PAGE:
Another Step Higher Following Wall Street's Impressive Gains

The lifting of coronavirus lockdown and hopes of a quick recovery are feeding trader optimism, although the lack of fresh catalysts is seeing that optimism start to fade.

Stocks (2)

After another phenomenal rally on Wall Street, which saw the Nasdaq strike a fresh all time high and the S&P come close to wiping out all its losses for the year, Asian markets traded mixed. The lifting of coronavirus lockdown and hopes of a quick recovery are feeding trader optimism, although the lack of fresh catalysts is seeing that optimism start to fade. 

European markets are pointing to a quieter start as investors take stock of recent gains, particularly in light of the poor economic conditions, and tread water ahead of tomorrow’s FOMC. There is little doubt that the central bank’s accommodative stance and obliging manners has helped propel stocks to there current levels. Any sense that the Fed could be less accommodative could threaten a repeat performance of 2013’s taper tantrum. 

Glass half full
Whilst recent data has shown a stark improvement from April’s bottom, the numbers still paint a grim picture. Yet traders are showing that they are more than prepared to see the economy in a glass half full manner. The jobs report is a good example. Traders focused on the 2.5 million jobs created rather than the 20 million jobs that have been lost. 

BRC retail sales improving
BRC retail sales data here in the UK also added to mounting evidence that the economy was on the right track, with sales -5.9% in May compared to a year earlier. This was a vast improvement of April’s -19.1% drop giving optimistic traders reason to cheer. However, it was still the second worst reading since records began in 1995. After 8 straight days of gains the Pound is mildly lower versus the USD. That said it still remains close to three month tops above $1.27.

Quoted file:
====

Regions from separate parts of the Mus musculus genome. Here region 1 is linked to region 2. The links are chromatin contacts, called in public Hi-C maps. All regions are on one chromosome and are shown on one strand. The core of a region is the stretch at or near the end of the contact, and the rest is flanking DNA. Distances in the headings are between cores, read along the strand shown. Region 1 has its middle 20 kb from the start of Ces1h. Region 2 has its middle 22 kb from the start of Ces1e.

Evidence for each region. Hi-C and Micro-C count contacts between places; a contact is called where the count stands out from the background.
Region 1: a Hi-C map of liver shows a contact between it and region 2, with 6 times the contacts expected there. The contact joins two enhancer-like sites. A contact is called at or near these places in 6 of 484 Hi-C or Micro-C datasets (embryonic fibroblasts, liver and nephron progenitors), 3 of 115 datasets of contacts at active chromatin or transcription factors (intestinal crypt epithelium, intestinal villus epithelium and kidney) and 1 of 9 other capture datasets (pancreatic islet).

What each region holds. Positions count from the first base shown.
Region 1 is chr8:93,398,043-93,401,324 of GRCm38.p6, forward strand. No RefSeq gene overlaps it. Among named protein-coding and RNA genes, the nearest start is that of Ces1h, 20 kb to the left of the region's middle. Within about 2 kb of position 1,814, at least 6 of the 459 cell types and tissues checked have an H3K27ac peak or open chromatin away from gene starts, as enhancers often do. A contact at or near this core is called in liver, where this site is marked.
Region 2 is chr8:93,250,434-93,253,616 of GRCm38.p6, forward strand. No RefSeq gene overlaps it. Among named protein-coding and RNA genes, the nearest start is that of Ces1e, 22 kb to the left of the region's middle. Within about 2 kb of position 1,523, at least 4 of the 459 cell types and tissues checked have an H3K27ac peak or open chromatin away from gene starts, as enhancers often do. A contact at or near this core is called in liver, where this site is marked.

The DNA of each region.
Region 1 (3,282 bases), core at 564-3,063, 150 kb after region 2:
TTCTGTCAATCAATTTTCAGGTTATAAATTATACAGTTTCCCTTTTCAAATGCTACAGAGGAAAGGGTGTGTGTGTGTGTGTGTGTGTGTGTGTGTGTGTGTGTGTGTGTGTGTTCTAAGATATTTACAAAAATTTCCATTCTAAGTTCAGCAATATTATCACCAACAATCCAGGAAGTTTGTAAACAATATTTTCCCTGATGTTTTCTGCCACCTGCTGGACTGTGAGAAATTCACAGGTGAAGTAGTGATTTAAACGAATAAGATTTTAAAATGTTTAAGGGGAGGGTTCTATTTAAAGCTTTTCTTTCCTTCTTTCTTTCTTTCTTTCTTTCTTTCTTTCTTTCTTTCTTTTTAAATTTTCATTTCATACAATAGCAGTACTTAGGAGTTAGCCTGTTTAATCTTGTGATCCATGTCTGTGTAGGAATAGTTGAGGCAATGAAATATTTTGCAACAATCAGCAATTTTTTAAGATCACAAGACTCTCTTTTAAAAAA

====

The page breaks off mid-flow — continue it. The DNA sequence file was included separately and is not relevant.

Eurozone data in focus
A slew of data is due from the Eurozone. German exports were considerably worse than forecast -24% vs -15.6% expected. Imports -16.5% vs -16%. The Dax has barely acknowledged the data whilst the Euro continues to show resilience against the slightly stronger US Dollar.
Eurozone unemployment and GDP figures are also due shortly.  

Oil clawing back losses
Oil is attempting to claw back loses after falling sharply in the previous session after Saudi Arabia, Kuwait and United Arab Emirates confirmed that they would not extend an additional 1.18 million bpd in cuts on top of the OPEC+ cuts in July. The disappointment resulted in WTI and Brent shedding over 5%.

Today, oil is back on the rise as easing of coronavirus lockdown measures boost hopes that a recovery in demand will do some of the heavy lifting. Brent is sitting comfortably over $40 and the expectation, particularly now that New York is reopening, is that WTI will be back there soon.
 

Dax chart


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